9. Castle Clinton Was An Aquarium From 1896 to 1941
In 1896, Castle Garden became the New York City Aquarium, housing 150 specimens including exotic fish and a Beluga whale, under the auspice of the New York Zoological Society. It was popular from the very first day, with over 30,000 visitors on opening day. It remained the city’s most popular attraction until 1941, when the Park Commissioner, Robert Moses, fought to tear the historic structure down in order to build a crossing from the Battery to Brooklyn. Preservationists mobilized and the structure was designated a National Monument in 1946. You can catch a glimpse of Castle Garden in its aquarium days in this video, the oldest surviving footage of NYC landmarks.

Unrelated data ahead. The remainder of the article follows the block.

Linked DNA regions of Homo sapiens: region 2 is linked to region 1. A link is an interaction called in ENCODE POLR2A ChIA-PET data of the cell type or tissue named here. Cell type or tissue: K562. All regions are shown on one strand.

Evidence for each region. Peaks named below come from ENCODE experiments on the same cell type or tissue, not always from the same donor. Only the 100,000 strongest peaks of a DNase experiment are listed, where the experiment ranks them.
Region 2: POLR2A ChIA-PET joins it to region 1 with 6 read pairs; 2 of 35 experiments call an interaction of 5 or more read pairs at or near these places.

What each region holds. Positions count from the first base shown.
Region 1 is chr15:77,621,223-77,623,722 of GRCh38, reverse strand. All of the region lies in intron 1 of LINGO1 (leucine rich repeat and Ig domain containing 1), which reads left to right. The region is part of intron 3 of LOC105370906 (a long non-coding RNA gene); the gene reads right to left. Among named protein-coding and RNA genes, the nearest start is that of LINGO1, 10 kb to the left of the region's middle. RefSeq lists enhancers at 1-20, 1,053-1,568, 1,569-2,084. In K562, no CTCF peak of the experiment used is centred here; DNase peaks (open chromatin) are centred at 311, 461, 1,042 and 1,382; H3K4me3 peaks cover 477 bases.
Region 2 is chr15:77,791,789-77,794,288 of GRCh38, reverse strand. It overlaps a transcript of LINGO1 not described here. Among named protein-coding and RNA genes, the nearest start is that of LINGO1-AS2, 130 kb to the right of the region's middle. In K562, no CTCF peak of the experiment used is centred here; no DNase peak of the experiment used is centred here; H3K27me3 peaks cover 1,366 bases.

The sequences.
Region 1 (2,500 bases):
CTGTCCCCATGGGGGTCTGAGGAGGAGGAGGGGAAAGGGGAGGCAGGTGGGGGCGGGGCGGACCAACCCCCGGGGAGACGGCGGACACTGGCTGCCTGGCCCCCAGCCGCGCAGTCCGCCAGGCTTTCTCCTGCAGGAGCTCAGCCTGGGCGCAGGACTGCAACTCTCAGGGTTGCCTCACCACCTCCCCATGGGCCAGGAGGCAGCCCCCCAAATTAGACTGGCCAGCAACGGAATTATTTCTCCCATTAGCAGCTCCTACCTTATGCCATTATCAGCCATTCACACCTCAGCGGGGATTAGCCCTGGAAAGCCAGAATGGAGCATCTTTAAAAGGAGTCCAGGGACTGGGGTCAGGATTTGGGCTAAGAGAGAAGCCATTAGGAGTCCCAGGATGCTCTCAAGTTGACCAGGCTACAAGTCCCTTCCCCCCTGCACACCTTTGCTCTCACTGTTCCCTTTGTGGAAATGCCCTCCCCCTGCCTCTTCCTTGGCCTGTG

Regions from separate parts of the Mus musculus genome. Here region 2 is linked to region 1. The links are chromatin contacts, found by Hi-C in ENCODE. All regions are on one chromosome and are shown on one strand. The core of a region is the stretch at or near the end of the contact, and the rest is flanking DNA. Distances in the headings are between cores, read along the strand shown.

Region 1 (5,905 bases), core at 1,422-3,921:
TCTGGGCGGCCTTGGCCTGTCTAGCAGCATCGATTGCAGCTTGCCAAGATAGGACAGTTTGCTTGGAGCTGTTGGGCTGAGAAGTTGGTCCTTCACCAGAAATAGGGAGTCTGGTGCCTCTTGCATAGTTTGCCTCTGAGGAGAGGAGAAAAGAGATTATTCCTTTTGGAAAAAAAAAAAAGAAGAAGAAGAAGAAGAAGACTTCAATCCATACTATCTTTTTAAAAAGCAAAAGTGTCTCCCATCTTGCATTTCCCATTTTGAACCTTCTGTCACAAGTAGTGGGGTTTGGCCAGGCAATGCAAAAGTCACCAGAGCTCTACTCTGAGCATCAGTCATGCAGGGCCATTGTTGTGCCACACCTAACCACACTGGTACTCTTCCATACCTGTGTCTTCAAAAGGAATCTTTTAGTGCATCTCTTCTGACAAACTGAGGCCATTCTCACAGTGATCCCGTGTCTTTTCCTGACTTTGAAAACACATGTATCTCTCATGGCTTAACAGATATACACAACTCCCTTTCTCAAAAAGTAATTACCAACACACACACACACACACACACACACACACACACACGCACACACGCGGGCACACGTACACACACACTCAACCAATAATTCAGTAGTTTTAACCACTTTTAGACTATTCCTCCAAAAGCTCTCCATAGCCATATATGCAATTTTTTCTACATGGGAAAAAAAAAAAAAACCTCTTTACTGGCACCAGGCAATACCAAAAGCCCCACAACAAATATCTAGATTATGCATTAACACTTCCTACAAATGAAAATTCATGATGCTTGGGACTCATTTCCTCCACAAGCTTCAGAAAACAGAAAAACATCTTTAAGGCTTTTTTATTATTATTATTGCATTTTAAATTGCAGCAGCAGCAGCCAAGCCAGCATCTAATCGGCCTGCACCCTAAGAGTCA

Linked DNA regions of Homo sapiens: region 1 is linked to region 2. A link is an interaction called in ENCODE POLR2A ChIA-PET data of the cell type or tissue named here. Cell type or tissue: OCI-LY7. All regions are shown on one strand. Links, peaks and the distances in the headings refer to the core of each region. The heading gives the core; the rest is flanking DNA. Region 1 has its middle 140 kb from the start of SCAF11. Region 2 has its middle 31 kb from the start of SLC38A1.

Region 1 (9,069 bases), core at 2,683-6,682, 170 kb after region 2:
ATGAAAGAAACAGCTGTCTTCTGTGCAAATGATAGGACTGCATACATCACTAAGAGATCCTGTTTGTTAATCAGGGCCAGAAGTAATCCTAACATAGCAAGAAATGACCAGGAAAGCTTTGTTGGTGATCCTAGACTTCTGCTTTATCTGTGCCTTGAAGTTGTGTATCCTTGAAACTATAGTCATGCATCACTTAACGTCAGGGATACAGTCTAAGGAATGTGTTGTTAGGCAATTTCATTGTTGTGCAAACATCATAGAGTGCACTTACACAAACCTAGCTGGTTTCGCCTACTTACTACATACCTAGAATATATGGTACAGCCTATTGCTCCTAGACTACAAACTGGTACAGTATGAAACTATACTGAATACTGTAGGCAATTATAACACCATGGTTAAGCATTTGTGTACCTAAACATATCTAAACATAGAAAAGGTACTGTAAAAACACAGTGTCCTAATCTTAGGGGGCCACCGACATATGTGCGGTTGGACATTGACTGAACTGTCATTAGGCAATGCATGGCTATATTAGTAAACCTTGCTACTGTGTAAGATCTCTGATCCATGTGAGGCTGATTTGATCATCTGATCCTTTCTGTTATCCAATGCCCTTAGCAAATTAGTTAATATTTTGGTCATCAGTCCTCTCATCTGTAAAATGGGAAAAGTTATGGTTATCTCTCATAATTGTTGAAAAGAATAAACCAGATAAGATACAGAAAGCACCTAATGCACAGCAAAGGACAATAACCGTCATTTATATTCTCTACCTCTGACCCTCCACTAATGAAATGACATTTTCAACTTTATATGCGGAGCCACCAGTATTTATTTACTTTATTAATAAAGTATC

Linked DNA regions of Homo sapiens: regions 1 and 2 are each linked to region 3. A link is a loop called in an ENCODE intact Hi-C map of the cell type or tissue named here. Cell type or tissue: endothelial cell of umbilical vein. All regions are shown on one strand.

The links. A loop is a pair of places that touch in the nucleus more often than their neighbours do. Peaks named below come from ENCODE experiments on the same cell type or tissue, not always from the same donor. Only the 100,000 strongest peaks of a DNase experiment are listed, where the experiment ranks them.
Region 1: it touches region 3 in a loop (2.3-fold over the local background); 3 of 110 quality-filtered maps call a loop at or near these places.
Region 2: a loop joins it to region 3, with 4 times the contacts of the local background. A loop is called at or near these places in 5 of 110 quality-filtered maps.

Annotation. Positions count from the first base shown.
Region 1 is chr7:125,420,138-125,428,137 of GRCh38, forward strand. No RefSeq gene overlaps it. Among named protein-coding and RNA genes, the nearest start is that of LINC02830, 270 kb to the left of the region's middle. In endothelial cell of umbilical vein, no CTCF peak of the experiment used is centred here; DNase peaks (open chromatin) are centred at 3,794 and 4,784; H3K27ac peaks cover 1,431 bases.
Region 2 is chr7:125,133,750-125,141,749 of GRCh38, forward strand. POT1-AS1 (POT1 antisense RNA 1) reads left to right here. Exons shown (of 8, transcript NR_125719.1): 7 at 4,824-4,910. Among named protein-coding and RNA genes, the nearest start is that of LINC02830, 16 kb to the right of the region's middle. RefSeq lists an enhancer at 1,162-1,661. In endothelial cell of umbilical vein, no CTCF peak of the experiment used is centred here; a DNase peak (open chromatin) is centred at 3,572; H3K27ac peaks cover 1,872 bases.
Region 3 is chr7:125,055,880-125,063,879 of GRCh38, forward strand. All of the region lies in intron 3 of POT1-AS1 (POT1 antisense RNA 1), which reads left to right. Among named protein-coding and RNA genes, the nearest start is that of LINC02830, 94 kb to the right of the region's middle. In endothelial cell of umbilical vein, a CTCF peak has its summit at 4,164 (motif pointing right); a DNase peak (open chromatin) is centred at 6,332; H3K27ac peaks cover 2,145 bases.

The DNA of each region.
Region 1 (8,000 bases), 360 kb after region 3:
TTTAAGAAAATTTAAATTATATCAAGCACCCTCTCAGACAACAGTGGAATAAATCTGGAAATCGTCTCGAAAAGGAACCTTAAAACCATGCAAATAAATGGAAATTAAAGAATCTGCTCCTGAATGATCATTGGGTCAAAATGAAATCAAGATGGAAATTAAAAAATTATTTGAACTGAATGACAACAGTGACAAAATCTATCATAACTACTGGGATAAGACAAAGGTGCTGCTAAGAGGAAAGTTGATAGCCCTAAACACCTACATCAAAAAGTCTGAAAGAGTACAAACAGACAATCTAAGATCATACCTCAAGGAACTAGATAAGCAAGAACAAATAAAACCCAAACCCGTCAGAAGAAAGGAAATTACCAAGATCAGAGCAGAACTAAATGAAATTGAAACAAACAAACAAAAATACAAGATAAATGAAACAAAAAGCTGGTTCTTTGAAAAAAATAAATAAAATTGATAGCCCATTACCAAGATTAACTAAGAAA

The popular Aquarium reopened in Coney Island, leaving Castle Garden to undergo a major rehabilitation in the 1970s. Today it is administered by the National Park Service, and is used as a departure point for tourists sailing to Ellis Island and the Statue of Liberty, with a small exhibit inside.